Solomons and Fryhle Best Book for JEE Organic Chemistry

Niranjan G.   (On Spanedea since October 08, 2013)


B.Tech. from IIT Madras in , 2009, M.Tech. from Politecnico Di Milano, Italy in , 2016

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Posted on 16 February 2015

With the availability of umpteen books in market, these days it has become a problem of surplus while picking the right book for any subject. More than the books, it is the voices of friends, seniors and of course teachers who always propose something different from what we had thought of in the first place. In such a scenario it is always advisable follow orthodox style by choosing the books which have been proven earlier. If you read the success stories of the students qualified for IIT JEE, the generations of top rankers, the reference books followed by them are almost the same. If you see the books followed by them in Organic chemistry, you will always come across some common names.

To most of the students, organic chemistry seems easy that is because it is logical and there is nothing in it to memorize. But still it is difficult to answer some questions from JEE Advanced or Olympiads. That is just because organic chemistry has wide range of basics, in the form of reaction mechanisms, rearrangements and reagents. And it is very difficult to keep in mind all those basics for a very long time. However once the basics are tackled with discipline then any unknown problem becomes easy. Keeping in mind the strict time schedules during preparation it is apt to choose the best book for the preparation and sticking to it until the end, rather than wasting time in searching for a good book by partly skimming each one of them.  Two of the very common books followed by past JEE rankers, are Morrison & Boyd and Solomons & Fryhle. While both are very good books, in my opinion I would refer JEE aspirants the Solomons and Fryhle book - and I would explain the reason in the following paragraphs.

As I said earlier, we need to be clear with the basics of organic chemistry. Solomons & Fryhle provides detailed and self explanatory text supported by colored pictures, and other easy models which helps the brain to retain the knowledge for a very long time. With repetitive study and revision, the retention could even be ‘eternal’! I followed the same book during my JEE days and even after four years of graduation where I did not use good amount of chemistry I remember the basics. It is just because every topic in this book starts from zero level and then develops up to the IIT JEE level and covers the full syllabus of IIT JEE in a comprehensive way. Each and every reaction given in the book is accompanied with its mechanism and stereochemistry which largely focuses on the basics. Also another important advantage I see is the solved examples. This book carries lots of solved examples which are the most important part after going through lot of theory. These exercises and solved examples make the theory more interesting. Also the exercises have a wide gamut of problems which increases the sharpness and thinking skills of the students. The reagents too are discussed in great details, which is helpful for converting one compound to another. Every reagent is clearly discussed, also mentioning about conditions when they work and when they do not. While learning about reagents, the inorganic and physical chemistry concepts are to be understood, which this book champions in explaining them and would be easily understood by students who do not have any prior knowledge of those topics.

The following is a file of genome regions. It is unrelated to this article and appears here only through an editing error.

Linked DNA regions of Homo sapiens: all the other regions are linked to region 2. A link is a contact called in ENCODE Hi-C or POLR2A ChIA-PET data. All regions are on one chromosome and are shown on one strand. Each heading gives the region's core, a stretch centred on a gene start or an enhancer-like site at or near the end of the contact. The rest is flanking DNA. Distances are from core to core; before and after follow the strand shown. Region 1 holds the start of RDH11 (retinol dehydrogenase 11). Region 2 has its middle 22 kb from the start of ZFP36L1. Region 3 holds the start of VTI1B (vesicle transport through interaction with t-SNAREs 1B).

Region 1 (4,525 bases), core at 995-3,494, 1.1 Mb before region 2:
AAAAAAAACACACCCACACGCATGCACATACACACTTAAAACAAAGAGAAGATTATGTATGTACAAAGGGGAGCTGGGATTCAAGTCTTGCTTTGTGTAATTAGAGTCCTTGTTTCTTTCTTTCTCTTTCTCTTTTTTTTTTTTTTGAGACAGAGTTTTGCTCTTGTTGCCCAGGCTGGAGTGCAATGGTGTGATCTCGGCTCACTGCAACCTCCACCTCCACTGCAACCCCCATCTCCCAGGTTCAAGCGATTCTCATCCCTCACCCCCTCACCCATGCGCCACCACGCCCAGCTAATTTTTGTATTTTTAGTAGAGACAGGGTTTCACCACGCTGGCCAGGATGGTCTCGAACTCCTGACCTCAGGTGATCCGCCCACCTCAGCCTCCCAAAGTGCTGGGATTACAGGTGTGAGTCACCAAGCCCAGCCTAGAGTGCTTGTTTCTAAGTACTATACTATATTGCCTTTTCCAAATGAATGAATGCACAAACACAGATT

If we take few examples to understand the differences better. In the Friedel Crafts alkylation, mechanism, the Solomons book, explains this much better. It explains how the complex is formed after the lewis acid attacks, the exchange of electrons. The carbocation formed, acts as an elecrophile and reacts with benzene. The whole reaction mechanism is shown with the direction of attack of the nucleophile, formation of bonds etc, for anyone to understand easily. Whereas, in Morrison and Boyd, the explanation is given in the text and mostly explained with Lewis dot structures and the mechanism is also not shown. In Solomons and Fryhle, the limitations are also explained very clearly with examples where as in Boyd,they are not well explained.

Boyd, has lot of information which is not important from IIT JEE point of view. For example, the spectroscopy analysis or NMR study is not necessary. Solomons and Fryhle does not talk much on those topics. It talks more on topics which is important for IIT JEE. All the information in Boyd is given in a concise manner which is good to refer but not suitable for all students.

Solomons and Fryhle has an advantage over Morrison & Boyd in terms of simplicity of language and the detailed explanation of each and every topic. Solomons is also helpful for students who are Olympaid aspirants and the one year ‘dropper’ students who aspire to self study. For them this book is a boon. Overall I find this book very helpful for IIT JEE preparation and would recommend this without hesitation.


Reference Books, Organic Chemistry, JEE preparations, Solomons and Fryhle, Stereochemistry, Friedel Craft Reaction, Alkylation, Morrison and Boyd, Carbocation, Lewis structure, Spectroscopy, NMR, Electrophile, IIT JEE, Chemistry